- 2018–Present: NERC EnvEast PhD Candidate, University of Kent
- 2017–2018: MRes Ecology, Evolution and Conservation, Imperial College London
- 2012–2015: BSc in Zoology, Anglia Ruskin University
My research has focussed on the monitoring and ecology of reptiles and amphibians in an attempt to understand how a number of stressors can affect population dynamics. The threat that interests me the most is that of infectious diseases which up to this point I have only previously studied in amphibians, such as the amphibian chytrid fungus Batrachochytrium dendrobatidis.
My PhD research will focus on the population dynamics of barred grass snakes (Natrix helvetica) in the UK, at a population where snake fungal disease (caused by Ophidiomyces ophiodiicola) has recently been identified. I’ll be surveying the snakes over a number of seasons, using artificial cover objects, as well as working with legacy data to primarily investigate the dynamics of the population. Some of the factors I shall be investigating are population demographics, transience and survivability which are important to establish before trying to assess the effects of snake fungal disease.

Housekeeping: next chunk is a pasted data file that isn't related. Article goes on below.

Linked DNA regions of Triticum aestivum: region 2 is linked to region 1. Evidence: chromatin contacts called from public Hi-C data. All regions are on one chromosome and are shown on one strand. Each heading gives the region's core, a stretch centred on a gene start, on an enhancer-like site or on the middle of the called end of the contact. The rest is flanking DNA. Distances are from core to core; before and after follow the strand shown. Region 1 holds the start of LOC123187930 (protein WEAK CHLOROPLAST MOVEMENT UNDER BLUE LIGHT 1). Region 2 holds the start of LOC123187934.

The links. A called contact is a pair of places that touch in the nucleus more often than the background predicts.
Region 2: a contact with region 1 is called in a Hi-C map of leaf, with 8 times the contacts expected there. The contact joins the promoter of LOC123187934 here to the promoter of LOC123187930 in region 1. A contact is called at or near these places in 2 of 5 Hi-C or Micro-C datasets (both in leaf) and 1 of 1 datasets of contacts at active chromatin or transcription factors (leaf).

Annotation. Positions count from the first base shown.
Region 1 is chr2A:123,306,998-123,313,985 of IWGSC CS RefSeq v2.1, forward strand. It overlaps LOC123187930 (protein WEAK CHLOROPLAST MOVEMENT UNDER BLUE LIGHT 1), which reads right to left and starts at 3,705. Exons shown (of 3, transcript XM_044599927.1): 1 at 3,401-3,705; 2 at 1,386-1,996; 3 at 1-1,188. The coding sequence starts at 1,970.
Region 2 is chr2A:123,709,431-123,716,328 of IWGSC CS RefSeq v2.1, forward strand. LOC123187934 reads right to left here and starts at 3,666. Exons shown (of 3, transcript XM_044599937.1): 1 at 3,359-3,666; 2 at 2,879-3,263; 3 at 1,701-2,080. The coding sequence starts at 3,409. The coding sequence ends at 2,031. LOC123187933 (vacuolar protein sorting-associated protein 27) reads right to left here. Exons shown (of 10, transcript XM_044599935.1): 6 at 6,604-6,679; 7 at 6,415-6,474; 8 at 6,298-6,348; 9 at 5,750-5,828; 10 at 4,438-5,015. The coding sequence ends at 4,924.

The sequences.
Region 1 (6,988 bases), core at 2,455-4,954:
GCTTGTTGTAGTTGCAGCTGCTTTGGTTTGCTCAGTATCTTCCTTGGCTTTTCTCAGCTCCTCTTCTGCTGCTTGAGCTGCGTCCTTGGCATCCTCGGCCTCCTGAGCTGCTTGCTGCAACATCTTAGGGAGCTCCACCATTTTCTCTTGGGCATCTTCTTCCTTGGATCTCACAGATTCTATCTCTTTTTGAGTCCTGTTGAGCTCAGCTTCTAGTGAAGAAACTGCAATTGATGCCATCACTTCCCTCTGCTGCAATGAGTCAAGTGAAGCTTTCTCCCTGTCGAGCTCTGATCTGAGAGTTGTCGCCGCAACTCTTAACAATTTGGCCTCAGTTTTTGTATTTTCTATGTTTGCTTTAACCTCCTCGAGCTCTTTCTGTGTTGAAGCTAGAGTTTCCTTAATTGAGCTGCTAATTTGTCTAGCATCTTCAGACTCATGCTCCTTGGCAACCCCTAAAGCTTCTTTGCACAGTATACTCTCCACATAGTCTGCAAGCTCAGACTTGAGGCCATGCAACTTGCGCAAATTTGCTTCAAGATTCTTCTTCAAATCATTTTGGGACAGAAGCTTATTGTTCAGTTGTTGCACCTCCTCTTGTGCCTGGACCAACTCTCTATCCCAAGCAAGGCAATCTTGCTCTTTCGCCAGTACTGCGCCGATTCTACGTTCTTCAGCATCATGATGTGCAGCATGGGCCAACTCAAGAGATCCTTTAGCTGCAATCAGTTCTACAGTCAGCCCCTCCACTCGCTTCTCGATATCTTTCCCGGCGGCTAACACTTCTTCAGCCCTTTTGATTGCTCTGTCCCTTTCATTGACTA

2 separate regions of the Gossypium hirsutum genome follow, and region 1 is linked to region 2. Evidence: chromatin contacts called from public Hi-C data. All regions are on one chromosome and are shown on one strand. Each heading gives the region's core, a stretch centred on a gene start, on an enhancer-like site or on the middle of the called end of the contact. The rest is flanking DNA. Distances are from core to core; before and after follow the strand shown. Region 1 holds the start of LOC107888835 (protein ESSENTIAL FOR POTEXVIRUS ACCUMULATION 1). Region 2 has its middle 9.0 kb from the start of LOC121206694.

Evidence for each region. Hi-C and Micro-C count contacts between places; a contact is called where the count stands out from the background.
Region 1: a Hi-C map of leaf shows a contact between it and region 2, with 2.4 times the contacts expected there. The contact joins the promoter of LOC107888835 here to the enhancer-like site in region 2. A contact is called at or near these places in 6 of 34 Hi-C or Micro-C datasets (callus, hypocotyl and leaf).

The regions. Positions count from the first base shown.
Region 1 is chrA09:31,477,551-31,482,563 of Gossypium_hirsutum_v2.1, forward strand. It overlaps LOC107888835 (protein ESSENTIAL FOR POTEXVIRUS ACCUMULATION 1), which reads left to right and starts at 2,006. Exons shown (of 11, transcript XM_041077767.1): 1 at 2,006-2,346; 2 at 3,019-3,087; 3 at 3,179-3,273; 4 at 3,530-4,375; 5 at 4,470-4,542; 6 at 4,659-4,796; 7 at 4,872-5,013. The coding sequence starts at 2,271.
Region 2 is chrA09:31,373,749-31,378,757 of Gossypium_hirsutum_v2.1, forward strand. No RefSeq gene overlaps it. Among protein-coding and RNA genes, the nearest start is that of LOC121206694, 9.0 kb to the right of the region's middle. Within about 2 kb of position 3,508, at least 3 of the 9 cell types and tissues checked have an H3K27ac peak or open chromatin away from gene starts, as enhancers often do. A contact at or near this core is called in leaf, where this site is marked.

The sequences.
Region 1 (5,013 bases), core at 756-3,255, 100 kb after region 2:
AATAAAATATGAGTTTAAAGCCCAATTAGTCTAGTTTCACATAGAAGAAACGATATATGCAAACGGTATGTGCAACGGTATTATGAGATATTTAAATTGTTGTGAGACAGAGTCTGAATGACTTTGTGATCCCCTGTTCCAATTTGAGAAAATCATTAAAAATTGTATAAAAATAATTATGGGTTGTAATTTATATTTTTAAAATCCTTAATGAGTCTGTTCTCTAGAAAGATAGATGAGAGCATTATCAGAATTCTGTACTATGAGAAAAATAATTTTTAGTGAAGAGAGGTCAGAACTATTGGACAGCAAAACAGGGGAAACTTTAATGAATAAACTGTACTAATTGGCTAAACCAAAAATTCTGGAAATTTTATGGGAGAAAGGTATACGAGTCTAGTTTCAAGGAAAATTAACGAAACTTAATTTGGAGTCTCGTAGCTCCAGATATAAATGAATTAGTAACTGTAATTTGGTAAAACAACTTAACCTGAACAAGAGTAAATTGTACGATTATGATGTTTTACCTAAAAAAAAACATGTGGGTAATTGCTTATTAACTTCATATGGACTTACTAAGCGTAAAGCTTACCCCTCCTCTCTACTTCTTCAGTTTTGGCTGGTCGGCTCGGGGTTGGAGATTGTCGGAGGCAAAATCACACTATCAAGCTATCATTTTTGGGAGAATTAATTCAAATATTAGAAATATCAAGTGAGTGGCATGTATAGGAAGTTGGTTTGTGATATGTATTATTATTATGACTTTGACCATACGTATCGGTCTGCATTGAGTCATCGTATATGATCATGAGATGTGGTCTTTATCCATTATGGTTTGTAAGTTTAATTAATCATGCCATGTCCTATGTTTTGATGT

These surveys will involve capturing and photographing each individual in order to develop a capture history, at the same time as monitoring the snakes I shall be examining them for skin lesions and taking non-invasive swab samples when appropriate. Thankfully, grass snakes have a unique ventral belly scale pattern (like our fingerprints) which is the basis of my individual recognition and shall allow me to track individuals through space and time. This may also help to shed some light on the spatial ecology of the barred grass snakes at the site.
It is my hope that a similar approach can be used to analyse the dynamics of already existing datasets of different species of snakes in order to help inform conservation management and also potentially policy. This research will be conducted in collaboration with the British Trust for Ornithology (BTO), the Institute of Zoology (IoZ), the and the Durrell Institute of Conservation and Ecology (DICE).
, DICE – University of Kent
Allain, S.J.R., Goodman, M.J. The absence of chytrid fungus (Batrachochytrium dendrobatidis) in the common midwife toad (Alytes obstetricans) from an introduced population in Cambridge, UK. Herpetology Notes. 2018 11: 451-454.